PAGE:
In linguistics, code-switching refers to the simultaneous and syntactically and phonologically appropriate use of more than one language. It is fairly common to hear multilingual people use elements of the different languages that they speak when conversing with others that speak the same languages. This mix may occur almost unconsciously in people who have a limited mastery of these languages, and more consciously in the case of people who are proficient in both languages and who use the word that best reflects what they wish to express for each idea.
Different types of switching: Inter-sentencial switching occurs outside the sentence or clause level. Example: Grandpa called. O que aconteceu? Intra-sentencial switching occurs inside of the sentence or clause level. Example: I had a hard time parking o meu carro esta manhã. Tag-switching is the change in a tag phrase, word, or both, from language B to language A. Example: He’s like that, tu sabes. Intra-word switching occurs within a word itself. Example: Traducierst du das mal bitte? In this case, the Spanish verb to translate (traducir) is used, but is conjugated according to German rules.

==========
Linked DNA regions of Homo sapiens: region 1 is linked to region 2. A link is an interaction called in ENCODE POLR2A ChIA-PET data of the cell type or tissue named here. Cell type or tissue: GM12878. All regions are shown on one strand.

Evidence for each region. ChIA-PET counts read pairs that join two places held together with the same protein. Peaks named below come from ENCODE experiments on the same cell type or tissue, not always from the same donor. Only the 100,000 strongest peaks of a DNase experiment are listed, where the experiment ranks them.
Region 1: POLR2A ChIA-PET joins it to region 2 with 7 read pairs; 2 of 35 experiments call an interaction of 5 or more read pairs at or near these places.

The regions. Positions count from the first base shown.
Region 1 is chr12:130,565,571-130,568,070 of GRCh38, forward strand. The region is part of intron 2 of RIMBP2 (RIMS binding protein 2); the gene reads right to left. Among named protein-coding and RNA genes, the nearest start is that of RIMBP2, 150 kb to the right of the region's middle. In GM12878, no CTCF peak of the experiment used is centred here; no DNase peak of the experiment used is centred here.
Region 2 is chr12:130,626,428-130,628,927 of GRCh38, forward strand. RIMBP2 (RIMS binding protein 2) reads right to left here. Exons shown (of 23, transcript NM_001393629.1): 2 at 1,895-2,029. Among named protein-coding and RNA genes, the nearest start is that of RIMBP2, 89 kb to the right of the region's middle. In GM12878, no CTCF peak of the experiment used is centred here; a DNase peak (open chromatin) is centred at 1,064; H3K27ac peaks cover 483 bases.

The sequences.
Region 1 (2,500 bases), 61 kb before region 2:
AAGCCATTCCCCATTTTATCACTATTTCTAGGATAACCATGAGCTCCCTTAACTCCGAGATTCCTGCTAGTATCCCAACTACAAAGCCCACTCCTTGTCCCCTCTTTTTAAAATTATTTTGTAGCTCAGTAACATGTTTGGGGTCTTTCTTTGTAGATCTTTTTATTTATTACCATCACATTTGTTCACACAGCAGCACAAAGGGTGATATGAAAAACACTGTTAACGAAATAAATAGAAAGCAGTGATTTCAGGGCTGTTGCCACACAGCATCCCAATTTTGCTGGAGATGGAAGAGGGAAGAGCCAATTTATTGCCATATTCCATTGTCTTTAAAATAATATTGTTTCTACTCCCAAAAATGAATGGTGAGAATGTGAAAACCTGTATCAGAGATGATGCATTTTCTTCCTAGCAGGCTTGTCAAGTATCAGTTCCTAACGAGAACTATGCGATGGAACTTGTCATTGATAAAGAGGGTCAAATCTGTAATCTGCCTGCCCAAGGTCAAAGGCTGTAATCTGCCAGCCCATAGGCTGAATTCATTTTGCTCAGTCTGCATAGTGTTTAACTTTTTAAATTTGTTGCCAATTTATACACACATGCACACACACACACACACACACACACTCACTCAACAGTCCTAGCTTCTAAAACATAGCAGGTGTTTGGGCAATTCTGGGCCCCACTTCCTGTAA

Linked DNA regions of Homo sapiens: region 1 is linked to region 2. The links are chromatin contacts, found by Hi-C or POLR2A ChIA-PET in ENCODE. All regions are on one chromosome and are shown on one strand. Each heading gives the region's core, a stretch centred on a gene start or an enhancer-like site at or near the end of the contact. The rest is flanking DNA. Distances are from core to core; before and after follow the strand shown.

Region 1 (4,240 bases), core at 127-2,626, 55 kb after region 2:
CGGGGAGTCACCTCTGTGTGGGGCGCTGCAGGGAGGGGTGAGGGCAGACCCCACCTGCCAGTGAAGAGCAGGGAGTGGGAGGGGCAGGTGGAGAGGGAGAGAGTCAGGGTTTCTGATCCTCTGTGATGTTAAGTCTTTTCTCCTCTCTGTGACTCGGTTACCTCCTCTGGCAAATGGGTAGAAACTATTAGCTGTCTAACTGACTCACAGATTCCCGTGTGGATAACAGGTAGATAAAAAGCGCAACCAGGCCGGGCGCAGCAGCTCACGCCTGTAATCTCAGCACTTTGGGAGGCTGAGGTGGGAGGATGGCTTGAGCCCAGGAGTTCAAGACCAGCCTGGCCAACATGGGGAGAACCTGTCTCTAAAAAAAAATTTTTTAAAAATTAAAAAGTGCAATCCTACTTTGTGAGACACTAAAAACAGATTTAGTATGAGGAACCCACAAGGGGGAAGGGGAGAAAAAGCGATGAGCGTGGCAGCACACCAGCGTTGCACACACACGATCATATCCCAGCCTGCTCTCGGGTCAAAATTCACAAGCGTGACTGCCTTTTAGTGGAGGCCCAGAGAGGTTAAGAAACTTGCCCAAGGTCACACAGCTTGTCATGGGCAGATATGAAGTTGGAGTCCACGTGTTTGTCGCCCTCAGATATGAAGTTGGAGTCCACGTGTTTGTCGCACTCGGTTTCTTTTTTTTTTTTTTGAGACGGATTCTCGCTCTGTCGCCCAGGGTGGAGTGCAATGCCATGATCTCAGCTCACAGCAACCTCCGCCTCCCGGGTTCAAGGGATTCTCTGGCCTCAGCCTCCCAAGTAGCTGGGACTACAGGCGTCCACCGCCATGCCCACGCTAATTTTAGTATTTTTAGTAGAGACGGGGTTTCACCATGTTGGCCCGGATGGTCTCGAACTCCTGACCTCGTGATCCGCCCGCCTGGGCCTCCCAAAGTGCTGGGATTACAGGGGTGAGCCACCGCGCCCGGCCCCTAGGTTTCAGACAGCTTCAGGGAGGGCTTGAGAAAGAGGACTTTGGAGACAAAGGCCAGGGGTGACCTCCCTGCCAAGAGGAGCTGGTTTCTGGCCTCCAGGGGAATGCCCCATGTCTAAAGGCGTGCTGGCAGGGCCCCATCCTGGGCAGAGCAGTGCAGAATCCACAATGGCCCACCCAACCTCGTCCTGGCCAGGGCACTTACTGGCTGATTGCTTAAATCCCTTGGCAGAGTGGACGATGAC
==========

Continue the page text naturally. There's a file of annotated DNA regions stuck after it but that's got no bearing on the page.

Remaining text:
Given that code-switching occurs informally and unsystematically, its manifestations are practically unlimited, but we will cite some examples: Spanglish: is the morphosyntactic and semantic fusion of Spanish with US English. Spanglish is mainly used in the Latino communities of the US, but is also spreading to other communities in Latin America. Portuñol: is the fusion between Portuguese and Spanish that occurs among speakers of some linguistic border zones between these languages (borders between Brazil and Spanish-speaking countries, as well as the one between Spain and Portugal). Portuglish or Porglish: It refers to any unsystematic combination of words from both Portuguese and English languages. It is used in regions where the two languages come in contact or are used interchangeably. The “language” is mostly a creation of Portuguese speakers incorporating and mixing words from English into their language rather than translate them to Portuguese. Places where ‘Porglish’ is spoken include the former Portuguese colonies of Angola, Mozambique, Guine Bissau, Macau in China, East Timor, as well as Goa, Daman and Diu in India. ‘Porglish’ is also spoken among English-speaking expats and tourists in both Portugal and Brazil, as well as Portuguese speakers in other parts of the world. Examples: Bootar or butar: to boot, for instance a computer (used instead of the Portuguese “iniciar”); Apontamento: appointment (proper Portuguese words are “horário or encontro”); Escanear or scanear: to scan (proper Portuguese: “varrer, or examiner”); Attachar or atachar: to attach (proper Portuguese: anexar”); Chattear: to chat (proper Portuguese: “conversar” or “bater papo”). Note: The Portuguese word “chatear” (with one “t”) means to annoy or to nag someone. Belgrano-Deutsch: is the fusion between German and the Spanish spoken in the neighborhood of Belgrano in the city of Buenos Aires, where a great number of German immigrants settled. Llanito: is the fusion between British English and Andalusian Spanish laced with Genoese, Hebrew, Maltese, Portuguese and Marocco spoken in Gibraltar. Whistling or bird language: Just to test humanity imagination, in a remote mountainous Turkish village residents communicate through whistling which can be heard miles away. The practice dates back some 500 years. The language contains more than 250 unique words. There are only about 10,000 people who can translate these whistling sounds in real words and it is taught to kids in local schools. In 2017, UNESCO moved to protect the dying tradition recognizing it as Intangible Cultural Heritage. Fanakalo or Fanagalo is a bridging European-African language of communication in multilingual and multinational settings on South African mines. Fanakalo is ‘the correct spelling in Zulu or Xhosa orthography’. Fanakalo as a pidgin language (grammatically simplified means of communication) in the mining industry and it is spread across Southern Africa. Workers come from different areas within South Africa such as (Xhosa, Sotho, Tswana, Ndebele, Zulu), as well as other African countries (for example Lesotho, Swaziland, Mozambique, Zimbabwe and Malawi). Fanakalo is utilized as a contact language in the mines between people originating from different countries in Southern Africa, and between foremen and workers. This language is therefore the most effective instrument of communication within ‘a multilingual setting’.